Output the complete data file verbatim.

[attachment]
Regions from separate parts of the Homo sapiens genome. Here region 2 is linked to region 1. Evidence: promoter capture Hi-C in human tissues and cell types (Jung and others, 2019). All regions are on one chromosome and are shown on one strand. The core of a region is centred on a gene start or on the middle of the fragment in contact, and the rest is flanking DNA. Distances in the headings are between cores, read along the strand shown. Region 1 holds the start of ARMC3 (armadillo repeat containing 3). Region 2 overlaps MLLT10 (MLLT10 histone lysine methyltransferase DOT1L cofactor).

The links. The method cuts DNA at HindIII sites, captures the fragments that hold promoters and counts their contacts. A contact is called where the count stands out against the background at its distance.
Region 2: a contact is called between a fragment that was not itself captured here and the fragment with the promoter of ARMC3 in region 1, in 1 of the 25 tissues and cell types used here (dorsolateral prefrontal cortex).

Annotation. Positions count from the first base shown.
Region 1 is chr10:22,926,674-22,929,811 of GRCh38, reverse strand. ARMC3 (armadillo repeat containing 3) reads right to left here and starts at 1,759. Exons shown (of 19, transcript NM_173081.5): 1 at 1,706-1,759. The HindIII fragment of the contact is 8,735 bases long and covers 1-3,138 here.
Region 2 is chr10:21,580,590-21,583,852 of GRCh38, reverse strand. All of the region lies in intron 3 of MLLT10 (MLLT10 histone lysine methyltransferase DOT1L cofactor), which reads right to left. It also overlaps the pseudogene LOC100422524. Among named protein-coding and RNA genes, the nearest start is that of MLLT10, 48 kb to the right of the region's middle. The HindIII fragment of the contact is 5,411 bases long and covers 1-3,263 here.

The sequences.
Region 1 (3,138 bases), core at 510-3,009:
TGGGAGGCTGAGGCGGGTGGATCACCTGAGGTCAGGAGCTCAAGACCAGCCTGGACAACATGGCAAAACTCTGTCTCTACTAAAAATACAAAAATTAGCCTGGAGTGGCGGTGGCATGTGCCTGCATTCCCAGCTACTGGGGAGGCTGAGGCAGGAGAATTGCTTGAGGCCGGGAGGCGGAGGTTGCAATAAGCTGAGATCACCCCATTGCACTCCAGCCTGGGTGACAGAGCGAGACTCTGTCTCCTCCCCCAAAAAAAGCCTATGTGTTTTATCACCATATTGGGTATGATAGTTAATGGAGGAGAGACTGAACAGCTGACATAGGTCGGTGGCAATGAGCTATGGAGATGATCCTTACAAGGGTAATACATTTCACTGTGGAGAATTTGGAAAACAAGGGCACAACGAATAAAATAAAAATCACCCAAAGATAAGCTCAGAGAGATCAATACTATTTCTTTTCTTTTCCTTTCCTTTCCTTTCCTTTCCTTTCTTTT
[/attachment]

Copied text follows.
Regions from separate parts of the Homo sapiens genome. Here region 2 is linked to region 1. Evidence: promoter capture Hi-C in human tissues and cell types (Jung and others, 2019). All regions are on one chromosome and are shown on one strand. The core of a region is centred on a gene start or on the middle of the fragment in contact, and the rest is flanking DNA. Distances in the headings are between cores, read along the strand shown. Region 1 holds the start of ARMC3 (armadillo repeat containing 3). Region 2 overlaps MLLT10 (MLLT10 histone lysine methyltransferase DOT1L cofactor).

The links. The method cuts DNA at HindIII sites, captures the fragments that hold promoters and counts their contacts. A contact is called where the count stands out against the background at its distance.
Region 2: a contact is called between a fragment that was not itself captured here and the fragment with the promoter of ARMC3 in region 1, in 1 of the 25 tissues and cell types used here (dorsolateral prefrontal cortex).

Annotation. Positions count from the first base shown.
Region 1 is chr10:22,926,674-22,929,811 of GRCh38, reverse strand. ARMC3 (armadillo repeat containing 3) reads right to left here and starts at 1,759. Exons shown (of 19, transcript NM_173081.5): 1 at 1,706-1,759. The HindIII fragment of the contact is 8,735 bases long and covers 1-3,138 here.
Region 2 is chr10:21,580,590-21,583,852 of GRCh38, reverse strand. All of the region lies in intron 3 of MLLT10 (MLLT10 histone lysine methyltransferase DOT1L cofactor), which reads right to left. It also overlaps the pseudogene LOC100422524. Among named protein-coding and RNA genes, the nearest start is that of MLLT10, 48 kb to the right of the region's middle. The HindIII fragment of the contact is 5,411 bases long and covers 1-3,263 here.

The sequences.
Region 1 (3,138 bases), core at 510-3,009:
TGGGAGGCTGAGGCGGGTGGATCACCTGAGGTCAGGAGCTCAAGACCAGCCTGGACAACATGGCAAAACTCTGTCTCTACTAAAAATACAAAAATTAGCCTGGAGTGGCGGTGGCATGTGCCTGCATTCCCAGCTACTGGGGAGGCTGAGGCAGGAGAATTGCTTGAGGCCGGGAGGCGGAGGTTGCAATAAGCTGAGATCACCCCATTGCACTCCAGCCTGGGTGACAGAGCGAGACTCTGTCTCCTCCCCCAAAAAAAGCCTATGTGTTTTATCACCATATTGGGTATGATAGTTAATGGAGGAGAGACTGAACAGCTGACATAGGTCGGTGGCAATGAGCTATGGAGATGATCCTTACAAGGGTAATACATTTCACTGTGGAGAATTTGGAAAACAAGGGCACAACGAATAAAATAAAAATCACCCAAAGATAAGCTCAGAGAGATCAATACTATTTCTTTTCTTTTCCTTTCCTTTCCTTTCCTTTCCTTTCTTTT